When people report banded pelican sightings, they often photograph them and generously share these images with us. There’s nothing like watching pelicans soar through the air, whether high above in formation or with the tips of their wings nearly touching the waves. Looking like gentle and graceful dinosaurs, they’re mesmerizing to watch. We wanted to share a few of these recent images with you along with their stories. Enjoy!
On July 28, 2012, Michael Ayers was visiting San Francisco and spent some time at the famous Cliff House, adjacent to the equally famous Bird Rock — a roosting spot for many seabirds and sea lions. Michael noticed some pelicans flying overhead, one with a blue band, and snapped some photos (see above). When he returned home and looked at his images, he saw two blue-banded juvenile pelicans. They were M87 and M91, and both had just been released hours earlier at Ft. Baker on the north side of the Golden Gate Bridge – about five miles as the pelican flies from where the pictures were taken. Both of these birds came into our San Francisco Bay Area rehabilitation center on July 5 and were thin and weak, something we see often with these young birds trying to make it in their first year of life.
On December 5, 2012, Kristin McCleery, who by boat looks for changes in bird activity around the San Francisco Bay Bridge, noticed that one of the Brown Pelicans flying by had a blue band on, and took a few photographs as well. That bird was P11, a first-year pelican that came into our San Francisco Bay Area center on November 5 with a few injuries and in generally poor shape. It was rehabilitated and released on November 19 at Ft. Baker. Check out this close-up of a healthy-looking P11 flying by Kristin, 17 days after its release.
Meanwhile, in Southern California C34 is a beautiful adult Brown Pelican and one of our most famous birds. This bird came to our Los Angeles center on October 13, 2009 with fishing tackle injuries. It was rehabilitated and released in San Pedro on November 6, 2009 and spends most of its time at the Redondo Beach Pier where it hangs out and gets fed fish scraps. It has been reported over 25 times to us since its release. This image of the bird flying over the water was taken last month by Bill Steinkamp, one of our volunteer photographers. We strongly discourage the feeding of pelicans or any wildlife, as it habituates them to humans and makes them more vulnerable to fishing tackle injuries. C34 is very capable of caring for itself but it loves the fish scraps from fishermen.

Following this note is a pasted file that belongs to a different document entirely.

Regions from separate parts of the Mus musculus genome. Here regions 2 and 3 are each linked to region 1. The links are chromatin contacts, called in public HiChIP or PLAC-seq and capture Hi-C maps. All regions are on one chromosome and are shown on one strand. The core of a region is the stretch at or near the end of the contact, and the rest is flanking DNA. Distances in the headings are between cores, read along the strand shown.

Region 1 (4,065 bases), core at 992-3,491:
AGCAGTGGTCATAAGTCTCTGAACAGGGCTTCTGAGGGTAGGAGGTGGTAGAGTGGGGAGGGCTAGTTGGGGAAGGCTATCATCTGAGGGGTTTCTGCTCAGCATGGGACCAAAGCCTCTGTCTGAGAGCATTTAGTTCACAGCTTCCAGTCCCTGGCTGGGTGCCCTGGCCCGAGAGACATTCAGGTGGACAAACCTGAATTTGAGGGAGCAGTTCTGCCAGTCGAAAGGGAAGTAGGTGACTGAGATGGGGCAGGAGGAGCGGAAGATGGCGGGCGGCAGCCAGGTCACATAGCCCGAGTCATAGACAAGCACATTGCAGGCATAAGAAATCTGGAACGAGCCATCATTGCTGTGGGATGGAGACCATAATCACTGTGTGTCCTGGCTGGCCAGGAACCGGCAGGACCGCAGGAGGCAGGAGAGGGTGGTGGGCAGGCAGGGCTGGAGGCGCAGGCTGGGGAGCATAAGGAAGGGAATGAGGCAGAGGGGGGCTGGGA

Pelican T77 came into our Los Angeles center weak and thin on November 25, 2012. We regularly get these skinny and weak adult pelicans, and even though we test them for many possible problems, we sometimes cannot really detect what is wrong with them. We rehydrate and feed them and get them back to a healthy state, and once they pass their release evaluation, they are returned to the wild. After over a month of care at our center, T77 was released on December 31, 2012 in San Pedro. Last week, 21 days after its release, this photograph was taken of T77 from the deck of the Monterey Bay Aquarium by Byron Chin. Our data indicate that many of our birds move quickly up and down the coastline, and within days of release they can be hundreds of miles away from where they were released.
Have you seen a Blue-Banded Pelican? You can report your sighting here. We’d love to hear from you.